Ice Breaker <ul><li>Two truths and a lie </li></ul><ul><li>Explain that in this activity each person writes two truths and a lie about themselves and then we will try to guess each other's lie. The goal is to: a) convince others that your lie is truth (and that one of your truths is the lie) and b) to correctly guess other people's lies. </li></ul>
Quote and Comment (before-reading strategy) <ul><li>The teacher chooses 5-8 pictures, sentences from the reading, diagrams, equations, famous quotes, or graphs to post around the room. The students then walk around, responding with a comment, reaction, or question about each of the figures or words on the walls. The teacher can next facilitate a discussion about the items, or allow students to discuss their reactions and questions in small groups. For management reasons, the teacher will want to number each sheet and may want to post more than one of each item so students do not crowd around one paper on the wall. </li></ul>
Marking in Text (during-reading strategy) <ul><li>As students read, they can mark in the text using a variety of different strategies. They might write questions they have as they read, highlight four main ideas, circle key vocabulary words, mark areas in which they are confused, write one key word that sums up every paragraph, or write connections they have to the text. This strategy can be adapted to best fit any text the students are reading for class. </li></ul>
Marking in Text symbols <ul><li>While reading the article… </li></ul><ul><li>Where you have a question — put a ? </li></ul><ul><li>Where you identify an important point —put a ! </li></ul><ul><li>Where you have a connection —put a </li></ul><ul><li>Where you identify key vocabulary terms — put a </li></ul>
SAVE THE LAST WORD FOR ME (post-reading strategy) This activity facilitates post-reading contemplation and reflection. It provides a framework for class discussion of a text, either narrative or expository.
Save the Last Word for Me <ul><li>PROCEDURE: </li></ul><ul><li>While reading a piece of text, students are asked to find a quote that they feel is particularly interesting or worthy of comment. </li></ul><ul><li>Each student writes the quotation down on an index card, making sure to include the page number and paragraph. </li></ul><ul><li>On the reverse side of the index card, the student writes a commentary on the quotation. He/she may also simply elaborate on it. </li></ul><ul><li>In class, the teacher calls on a student to read his/her quotation (only) aloud. It is helpful if the student cites the page and paragraph so that everyone can follow along. </li></ul><ul><li>After the quotation has been read, the teacher calls for comments and reactions from several other class members. </li></ul><ul><li>To conclude the discussion of this particular quotation, the teacher asks the student who chose it to read his/her commentary aloud. There can be no further discussion. The student who chose the quote gets to have the last word . Not even the teacher can interject a final comment. </li></ul>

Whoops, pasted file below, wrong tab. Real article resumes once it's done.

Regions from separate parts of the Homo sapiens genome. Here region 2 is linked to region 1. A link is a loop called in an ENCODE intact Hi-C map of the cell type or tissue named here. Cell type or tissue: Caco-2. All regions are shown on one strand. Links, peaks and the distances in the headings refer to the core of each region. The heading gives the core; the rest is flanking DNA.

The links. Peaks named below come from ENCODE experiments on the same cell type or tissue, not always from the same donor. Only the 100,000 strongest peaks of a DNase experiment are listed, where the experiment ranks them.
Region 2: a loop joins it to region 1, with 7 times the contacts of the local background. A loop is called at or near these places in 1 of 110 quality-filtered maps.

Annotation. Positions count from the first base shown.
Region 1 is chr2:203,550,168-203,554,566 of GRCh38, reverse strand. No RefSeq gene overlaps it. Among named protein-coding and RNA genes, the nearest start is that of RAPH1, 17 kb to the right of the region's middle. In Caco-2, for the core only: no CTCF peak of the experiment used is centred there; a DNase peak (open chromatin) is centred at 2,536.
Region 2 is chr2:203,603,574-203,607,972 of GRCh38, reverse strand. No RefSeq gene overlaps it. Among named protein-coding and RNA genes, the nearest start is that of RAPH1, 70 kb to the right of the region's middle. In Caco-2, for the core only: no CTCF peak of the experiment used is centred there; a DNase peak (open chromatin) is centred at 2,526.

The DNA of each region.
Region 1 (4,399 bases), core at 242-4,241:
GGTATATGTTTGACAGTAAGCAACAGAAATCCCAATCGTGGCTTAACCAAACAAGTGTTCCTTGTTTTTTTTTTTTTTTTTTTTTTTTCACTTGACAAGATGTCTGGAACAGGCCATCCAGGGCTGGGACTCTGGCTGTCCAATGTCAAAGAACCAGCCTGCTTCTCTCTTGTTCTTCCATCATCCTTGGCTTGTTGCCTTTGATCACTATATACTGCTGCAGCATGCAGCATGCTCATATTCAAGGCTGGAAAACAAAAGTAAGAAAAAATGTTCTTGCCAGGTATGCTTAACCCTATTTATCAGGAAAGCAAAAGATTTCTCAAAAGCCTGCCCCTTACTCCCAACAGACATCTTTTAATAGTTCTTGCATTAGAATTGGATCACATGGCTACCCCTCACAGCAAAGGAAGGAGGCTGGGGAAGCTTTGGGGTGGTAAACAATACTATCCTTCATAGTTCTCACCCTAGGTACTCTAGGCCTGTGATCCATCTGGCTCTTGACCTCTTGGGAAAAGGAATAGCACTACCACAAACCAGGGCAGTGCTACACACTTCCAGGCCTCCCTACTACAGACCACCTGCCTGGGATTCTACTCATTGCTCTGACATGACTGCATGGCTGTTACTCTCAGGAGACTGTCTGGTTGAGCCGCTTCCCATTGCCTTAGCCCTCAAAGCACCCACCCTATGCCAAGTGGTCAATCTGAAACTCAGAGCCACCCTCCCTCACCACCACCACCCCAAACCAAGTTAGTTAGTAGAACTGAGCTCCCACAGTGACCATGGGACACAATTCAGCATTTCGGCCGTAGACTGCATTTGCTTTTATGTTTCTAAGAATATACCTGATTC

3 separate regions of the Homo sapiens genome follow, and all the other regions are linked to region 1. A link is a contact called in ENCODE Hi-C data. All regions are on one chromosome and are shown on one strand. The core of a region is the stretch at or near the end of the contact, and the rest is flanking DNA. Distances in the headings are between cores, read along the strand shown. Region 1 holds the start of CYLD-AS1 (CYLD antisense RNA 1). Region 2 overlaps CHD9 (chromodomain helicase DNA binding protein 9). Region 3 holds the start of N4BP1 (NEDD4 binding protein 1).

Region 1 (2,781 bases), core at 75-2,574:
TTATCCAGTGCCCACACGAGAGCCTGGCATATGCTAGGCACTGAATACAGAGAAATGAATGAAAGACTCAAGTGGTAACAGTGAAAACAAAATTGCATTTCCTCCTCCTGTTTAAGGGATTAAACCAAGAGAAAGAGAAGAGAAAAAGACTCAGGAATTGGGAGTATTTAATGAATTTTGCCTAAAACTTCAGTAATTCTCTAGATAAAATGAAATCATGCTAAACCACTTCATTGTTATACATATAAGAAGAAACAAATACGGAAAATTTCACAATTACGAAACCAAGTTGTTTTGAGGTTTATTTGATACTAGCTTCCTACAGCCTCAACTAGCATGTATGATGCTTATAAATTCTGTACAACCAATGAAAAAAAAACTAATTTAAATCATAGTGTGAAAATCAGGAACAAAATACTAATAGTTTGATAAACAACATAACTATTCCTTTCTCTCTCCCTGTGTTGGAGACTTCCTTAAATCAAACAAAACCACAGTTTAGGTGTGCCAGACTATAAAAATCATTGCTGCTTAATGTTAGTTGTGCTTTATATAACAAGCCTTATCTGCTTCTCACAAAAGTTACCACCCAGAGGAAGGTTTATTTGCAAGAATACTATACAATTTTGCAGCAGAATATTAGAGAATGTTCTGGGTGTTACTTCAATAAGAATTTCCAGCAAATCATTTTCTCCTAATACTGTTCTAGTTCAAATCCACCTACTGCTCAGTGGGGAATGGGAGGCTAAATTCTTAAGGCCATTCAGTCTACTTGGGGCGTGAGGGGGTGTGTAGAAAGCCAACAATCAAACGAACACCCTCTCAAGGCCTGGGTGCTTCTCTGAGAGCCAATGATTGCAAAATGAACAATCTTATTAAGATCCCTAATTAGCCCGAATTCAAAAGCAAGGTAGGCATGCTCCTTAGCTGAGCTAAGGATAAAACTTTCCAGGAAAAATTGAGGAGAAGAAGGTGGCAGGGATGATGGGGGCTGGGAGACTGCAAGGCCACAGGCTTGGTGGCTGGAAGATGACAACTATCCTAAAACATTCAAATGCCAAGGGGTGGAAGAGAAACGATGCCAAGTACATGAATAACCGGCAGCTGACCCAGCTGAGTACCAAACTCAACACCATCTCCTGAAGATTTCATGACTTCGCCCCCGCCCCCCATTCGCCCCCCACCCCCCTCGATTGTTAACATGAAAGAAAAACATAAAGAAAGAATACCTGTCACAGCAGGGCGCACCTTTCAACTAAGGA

Save the Last Word for Me <ul><li>Variation: </li></ul><ul><li>This can occur in small groups once students have engaged in the activity and understand it. Students take turns sharing their quotations and monitor the discussion themselves. They may allow a certain amount of time for each student’s quotation to be discussed, for example. The leadership of the group can be assigned by the teacher, or it can pass from one student to the next as each shares his/her quotation. </li></ul>
Frayer Model AMERICAN CULTURAL NORMS DEFINITION CHARACTERISTICS EXAMPLES NON-EXAMPLES
Exit Ticket <ul><li>Write 1-3 sentences about what you have learned about American culture in class today. </li></ul>
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